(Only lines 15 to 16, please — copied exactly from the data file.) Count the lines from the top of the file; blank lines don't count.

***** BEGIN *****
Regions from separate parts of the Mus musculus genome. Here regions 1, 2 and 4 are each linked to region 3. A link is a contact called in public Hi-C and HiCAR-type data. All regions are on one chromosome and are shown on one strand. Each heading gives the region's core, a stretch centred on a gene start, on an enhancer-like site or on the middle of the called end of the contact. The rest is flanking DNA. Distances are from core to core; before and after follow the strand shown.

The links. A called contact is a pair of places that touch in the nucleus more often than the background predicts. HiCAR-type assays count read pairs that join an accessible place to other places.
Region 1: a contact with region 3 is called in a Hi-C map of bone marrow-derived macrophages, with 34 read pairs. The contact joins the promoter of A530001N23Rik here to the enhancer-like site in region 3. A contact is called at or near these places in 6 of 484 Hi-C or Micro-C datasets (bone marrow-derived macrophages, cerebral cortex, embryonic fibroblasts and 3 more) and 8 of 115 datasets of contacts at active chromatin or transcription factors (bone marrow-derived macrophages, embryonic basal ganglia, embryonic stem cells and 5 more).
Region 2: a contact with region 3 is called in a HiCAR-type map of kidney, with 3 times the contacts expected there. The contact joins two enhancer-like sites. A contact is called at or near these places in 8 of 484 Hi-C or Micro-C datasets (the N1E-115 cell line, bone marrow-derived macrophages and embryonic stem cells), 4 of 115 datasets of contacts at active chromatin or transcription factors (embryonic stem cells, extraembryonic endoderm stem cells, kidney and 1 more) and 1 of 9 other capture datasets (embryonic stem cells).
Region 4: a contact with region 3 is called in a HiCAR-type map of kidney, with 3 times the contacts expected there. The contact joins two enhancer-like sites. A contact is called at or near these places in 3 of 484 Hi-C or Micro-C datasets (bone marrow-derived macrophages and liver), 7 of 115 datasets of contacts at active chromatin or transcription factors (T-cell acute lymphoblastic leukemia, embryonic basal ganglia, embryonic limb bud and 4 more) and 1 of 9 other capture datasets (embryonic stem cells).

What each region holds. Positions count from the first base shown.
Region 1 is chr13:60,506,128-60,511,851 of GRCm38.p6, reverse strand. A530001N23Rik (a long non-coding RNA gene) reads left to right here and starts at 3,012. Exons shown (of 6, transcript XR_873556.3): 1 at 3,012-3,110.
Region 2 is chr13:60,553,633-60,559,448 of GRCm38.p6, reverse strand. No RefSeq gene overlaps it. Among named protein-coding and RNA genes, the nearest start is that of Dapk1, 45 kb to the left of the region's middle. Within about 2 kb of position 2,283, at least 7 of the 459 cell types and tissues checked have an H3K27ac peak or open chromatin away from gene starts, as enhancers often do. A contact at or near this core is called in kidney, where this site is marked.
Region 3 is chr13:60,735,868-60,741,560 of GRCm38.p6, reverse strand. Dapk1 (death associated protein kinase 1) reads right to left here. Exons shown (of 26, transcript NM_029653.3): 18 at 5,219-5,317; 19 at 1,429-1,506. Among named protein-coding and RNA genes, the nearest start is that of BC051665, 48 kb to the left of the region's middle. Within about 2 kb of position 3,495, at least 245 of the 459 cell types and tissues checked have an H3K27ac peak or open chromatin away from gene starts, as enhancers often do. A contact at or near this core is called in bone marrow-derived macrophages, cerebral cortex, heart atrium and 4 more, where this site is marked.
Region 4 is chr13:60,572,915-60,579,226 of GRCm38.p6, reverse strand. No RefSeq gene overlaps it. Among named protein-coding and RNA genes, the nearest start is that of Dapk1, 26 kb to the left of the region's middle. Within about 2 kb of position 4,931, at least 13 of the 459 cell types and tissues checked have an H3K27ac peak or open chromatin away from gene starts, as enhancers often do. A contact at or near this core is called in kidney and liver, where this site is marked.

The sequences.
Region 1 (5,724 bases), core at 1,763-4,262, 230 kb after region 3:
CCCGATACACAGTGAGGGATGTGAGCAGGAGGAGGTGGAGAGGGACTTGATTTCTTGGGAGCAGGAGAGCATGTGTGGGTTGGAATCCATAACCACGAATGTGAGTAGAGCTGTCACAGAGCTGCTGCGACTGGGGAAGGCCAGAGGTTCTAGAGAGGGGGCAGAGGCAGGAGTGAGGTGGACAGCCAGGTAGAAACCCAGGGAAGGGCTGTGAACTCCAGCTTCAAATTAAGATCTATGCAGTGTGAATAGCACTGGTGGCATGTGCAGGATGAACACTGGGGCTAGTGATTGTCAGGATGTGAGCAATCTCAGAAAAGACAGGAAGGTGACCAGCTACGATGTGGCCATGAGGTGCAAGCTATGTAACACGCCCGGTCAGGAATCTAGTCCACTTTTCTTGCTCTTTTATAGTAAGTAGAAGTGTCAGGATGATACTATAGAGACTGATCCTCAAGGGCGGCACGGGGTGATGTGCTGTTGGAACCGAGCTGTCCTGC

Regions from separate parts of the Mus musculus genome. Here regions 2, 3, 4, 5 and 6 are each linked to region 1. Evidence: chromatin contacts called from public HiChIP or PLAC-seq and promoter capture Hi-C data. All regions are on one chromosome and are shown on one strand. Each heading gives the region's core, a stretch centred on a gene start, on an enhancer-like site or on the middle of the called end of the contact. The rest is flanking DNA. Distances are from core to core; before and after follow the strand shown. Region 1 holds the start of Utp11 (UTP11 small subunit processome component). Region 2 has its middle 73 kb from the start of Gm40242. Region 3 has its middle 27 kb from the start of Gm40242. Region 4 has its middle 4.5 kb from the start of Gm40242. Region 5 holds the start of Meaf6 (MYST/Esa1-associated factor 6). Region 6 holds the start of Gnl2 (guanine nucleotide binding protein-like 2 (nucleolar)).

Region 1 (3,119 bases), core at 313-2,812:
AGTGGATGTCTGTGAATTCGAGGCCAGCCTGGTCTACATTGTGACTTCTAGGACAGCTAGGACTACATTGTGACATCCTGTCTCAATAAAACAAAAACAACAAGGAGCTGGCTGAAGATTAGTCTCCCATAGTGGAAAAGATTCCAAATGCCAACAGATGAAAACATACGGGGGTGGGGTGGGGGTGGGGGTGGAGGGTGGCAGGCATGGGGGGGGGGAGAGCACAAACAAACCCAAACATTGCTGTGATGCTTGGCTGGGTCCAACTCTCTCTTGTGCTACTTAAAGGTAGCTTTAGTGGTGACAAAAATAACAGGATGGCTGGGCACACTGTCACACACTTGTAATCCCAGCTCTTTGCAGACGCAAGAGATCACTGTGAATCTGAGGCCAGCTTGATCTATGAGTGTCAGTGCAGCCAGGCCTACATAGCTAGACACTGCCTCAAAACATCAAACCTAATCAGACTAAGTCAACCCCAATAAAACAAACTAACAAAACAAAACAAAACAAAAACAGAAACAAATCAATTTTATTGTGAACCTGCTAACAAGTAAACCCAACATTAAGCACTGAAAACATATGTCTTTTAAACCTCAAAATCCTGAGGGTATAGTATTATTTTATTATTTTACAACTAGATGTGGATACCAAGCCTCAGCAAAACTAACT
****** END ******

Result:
Region 1 (3,119 bases), core at 313-2,812:
AGTGGATGTCTGTGAATTCGAGGCCAGCCTGGTCTACATTGTGACTTCTAGGACAGCTAGGACTACATTGTGACATCCTGTCTCAATAAAACAAAAACAACAAGGAGCTGGCTGAAGATTAGTCTCCCATAGTGGAAAAGATTCCAAATGCCAACAGATGAAAACATACGGGGGTGGGGTGGGGGTGGGGGTGGAGGGTGGCAGGCATGGGGGGGGGGAGAGCACAAACAAACCCAAACATTGCTGTGATGCTTGGCTGGGTCCAACTCTCTCTTGTGCTACTTAAAGGTAGCTTTAGTGGTGACAAAAATAACAGGATGGCTGGGCACACTGTCACACACTTGTAATCCCAGCTCTTTGCAGACGCAAGAGATCACTGTGAATCTGAGGCCAGCTTGATCTATGAGTGTCAGTGCAGCCAGGCCTACATAGCTAGACACTGCCTCAAAACATCAAACCTAATCAGACTAAGTCAACCCCAATAAAACAAACTAACAAAACAAAACAAAACAAAAACAGAAACAAATCAATTTTATTGTGAACCTGCTAACAAGTAAACCCAACATTAAGCACTGAAAACATATGTCTTTTAAACCTCAAAATCCTGAGGGTATAGTATTATTTTATTATTTTACAACTAGATGTGGATACCAAGCCTCAGCAAAACTAACT